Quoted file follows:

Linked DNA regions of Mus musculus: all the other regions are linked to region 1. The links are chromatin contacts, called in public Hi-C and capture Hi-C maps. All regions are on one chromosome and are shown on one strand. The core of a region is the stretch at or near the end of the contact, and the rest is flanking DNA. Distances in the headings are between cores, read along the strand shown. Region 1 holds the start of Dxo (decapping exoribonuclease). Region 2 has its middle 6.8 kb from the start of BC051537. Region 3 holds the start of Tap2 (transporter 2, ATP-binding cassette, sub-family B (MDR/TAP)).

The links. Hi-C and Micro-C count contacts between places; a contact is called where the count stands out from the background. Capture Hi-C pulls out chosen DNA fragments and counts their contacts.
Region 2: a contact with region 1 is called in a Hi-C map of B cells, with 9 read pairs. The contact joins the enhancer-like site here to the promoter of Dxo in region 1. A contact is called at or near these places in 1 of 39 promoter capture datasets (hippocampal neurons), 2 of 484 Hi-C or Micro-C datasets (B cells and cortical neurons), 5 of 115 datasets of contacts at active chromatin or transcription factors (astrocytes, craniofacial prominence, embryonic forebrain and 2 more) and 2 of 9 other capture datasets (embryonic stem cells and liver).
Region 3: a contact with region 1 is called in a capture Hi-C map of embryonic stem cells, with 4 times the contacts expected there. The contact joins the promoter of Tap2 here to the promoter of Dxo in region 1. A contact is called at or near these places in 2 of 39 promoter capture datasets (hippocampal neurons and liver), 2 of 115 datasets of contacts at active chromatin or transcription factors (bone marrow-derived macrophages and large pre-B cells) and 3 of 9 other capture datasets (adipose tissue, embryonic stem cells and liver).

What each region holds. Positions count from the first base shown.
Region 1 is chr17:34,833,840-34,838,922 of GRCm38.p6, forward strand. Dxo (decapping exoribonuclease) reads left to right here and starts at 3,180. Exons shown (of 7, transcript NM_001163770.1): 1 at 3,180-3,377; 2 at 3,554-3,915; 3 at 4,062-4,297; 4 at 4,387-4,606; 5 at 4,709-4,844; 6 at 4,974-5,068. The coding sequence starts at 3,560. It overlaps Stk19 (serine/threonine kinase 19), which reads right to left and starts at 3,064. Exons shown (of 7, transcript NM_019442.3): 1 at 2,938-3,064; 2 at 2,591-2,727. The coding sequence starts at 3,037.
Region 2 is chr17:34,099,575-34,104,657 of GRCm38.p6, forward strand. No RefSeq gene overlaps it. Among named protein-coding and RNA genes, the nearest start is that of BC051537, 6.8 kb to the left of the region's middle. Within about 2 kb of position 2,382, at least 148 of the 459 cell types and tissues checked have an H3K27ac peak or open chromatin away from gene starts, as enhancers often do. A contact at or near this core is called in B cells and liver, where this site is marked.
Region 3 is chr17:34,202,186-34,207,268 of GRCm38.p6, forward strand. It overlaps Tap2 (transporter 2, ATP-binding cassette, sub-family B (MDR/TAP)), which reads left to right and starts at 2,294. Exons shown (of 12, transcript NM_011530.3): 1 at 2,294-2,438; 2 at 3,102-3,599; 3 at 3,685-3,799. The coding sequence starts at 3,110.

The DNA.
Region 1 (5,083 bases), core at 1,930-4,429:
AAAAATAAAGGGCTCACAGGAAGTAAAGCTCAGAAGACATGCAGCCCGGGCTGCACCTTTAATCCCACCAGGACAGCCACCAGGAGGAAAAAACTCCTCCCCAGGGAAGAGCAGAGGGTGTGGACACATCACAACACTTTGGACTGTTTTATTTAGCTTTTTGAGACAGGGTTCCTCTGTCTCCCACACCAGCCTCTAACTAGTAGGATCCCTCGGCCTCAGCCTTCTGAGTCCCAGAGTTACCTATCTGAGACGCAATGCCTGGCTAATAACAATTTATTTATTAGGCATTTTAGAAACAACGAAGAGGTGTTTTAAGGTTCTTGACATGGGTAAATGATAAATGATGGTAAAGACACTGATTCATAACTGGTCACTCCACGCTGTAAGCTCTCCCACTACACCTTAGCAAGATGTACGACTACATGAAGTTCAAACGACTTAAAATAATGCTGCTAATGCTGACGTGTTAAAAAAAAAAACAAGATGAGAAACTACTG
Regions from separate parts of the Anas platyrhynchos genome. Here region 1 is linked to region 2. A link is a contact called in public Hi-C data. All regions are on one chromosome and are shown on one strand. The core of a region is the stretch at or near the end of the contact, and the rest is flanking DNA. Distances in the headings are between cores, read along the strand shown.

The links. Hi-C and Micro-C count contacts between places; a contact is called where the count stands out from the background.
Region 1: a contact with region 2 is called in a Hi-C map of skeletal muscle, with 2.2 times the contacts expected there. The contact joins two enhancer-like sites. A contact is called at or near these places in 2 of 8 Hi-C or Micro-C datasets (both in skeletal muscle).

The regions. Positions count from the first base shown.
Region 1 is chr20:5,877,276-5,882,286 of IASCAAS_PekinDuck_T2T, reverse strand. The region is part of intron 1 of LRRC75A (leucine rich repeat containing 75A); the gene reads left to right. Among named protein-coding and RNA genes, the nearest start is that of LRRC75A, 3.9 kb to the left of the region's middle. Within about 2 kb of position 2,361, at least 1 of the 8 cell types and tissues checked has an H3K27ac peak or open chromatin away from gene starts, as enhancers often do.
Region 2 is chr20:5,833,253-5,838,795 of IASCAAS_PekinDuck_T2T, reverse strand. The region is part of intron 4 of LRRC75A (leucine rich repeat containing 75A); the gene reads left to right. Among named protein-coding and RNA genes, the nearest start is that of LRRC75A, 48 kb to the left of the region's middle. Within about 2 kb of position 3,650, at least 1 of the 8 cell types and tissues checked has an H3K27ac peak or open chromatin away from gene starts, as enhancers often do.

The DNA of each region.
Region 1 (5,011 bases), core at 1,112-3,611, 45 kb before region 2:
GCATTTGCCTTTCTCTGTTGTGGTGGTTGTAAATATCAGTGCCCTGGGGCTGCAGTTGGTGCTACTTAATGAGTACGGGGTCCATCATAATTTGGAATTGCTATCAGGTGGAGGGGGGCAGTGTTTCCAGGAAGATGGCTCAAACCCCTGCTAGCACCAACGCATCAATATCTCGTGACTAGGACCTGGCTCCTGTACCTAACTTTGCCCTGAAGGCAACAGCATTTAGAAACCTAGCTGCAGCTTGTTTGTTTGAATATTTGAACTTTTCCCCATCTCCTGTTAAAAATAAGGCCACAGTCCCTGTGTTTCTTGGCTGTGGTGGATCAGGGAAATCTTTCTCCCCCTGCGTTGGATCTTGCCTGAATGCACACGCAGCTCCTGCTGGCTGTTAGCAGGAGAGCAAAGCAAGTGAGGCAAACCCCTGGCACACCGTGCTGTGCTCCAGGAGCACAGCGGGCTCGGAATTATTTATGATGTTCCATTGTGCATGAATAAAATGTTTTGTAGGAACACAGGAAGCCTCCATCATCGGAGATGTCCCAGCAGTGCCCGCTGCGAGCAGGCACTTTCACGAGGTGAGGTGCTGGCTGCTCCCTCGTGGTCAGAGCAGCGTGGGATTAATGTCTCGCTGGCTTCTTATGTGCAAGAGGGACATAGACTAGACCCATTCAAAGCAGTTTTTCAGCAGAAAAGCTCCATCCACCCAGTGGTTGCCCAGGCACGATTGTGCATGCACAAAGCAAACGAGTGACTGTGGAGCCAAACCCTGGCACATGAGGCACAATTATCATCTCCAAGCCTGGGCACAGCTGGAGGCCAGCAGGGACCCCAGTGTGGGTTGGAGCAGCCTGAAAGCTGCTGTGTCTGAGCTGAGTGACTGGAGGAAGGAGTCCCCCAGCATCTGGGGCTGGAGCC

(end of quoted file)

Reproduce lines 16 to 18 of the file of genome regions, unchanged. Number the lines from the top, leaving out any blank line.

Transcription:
Region 1 is chr20:5,877,276-5,882,286 of IASCAAS_PekinDuck_T2T, reverse strand. The region is part of intron 1 of LRRC75A (leucine rich repeat containing 75A); the gene reads left to right. Among named protein-coding and RNA genes, the nearest start is that of LRRC75A, 3.9 kb to the left of the region's middle. Within about 2 kb of position 2,361, at least 1 of the 8 cell types and tissues checked has an H3K27ac peak or open chromatin away from gene starts, as enhancers often do.
Region 2 is chr20:5,833,253-5,838,795 of IASCAAS_PekinDuck_T2T, reverse strand. The region is part of intron 4 of LRRC75A (leucine rich repeat containing 75A); the gene reads left to right. Among named protein-coding and RNA genes, the nearest start is that of LRRC75A, 48 kb to the left of the region's middle. Within about 2 kb of position 3,650, at least 1 of the 8 cell types and tissues checked has an H3K27ac peak or open chromatin away from gene starts, as enhancers often do.

The DNA of each region.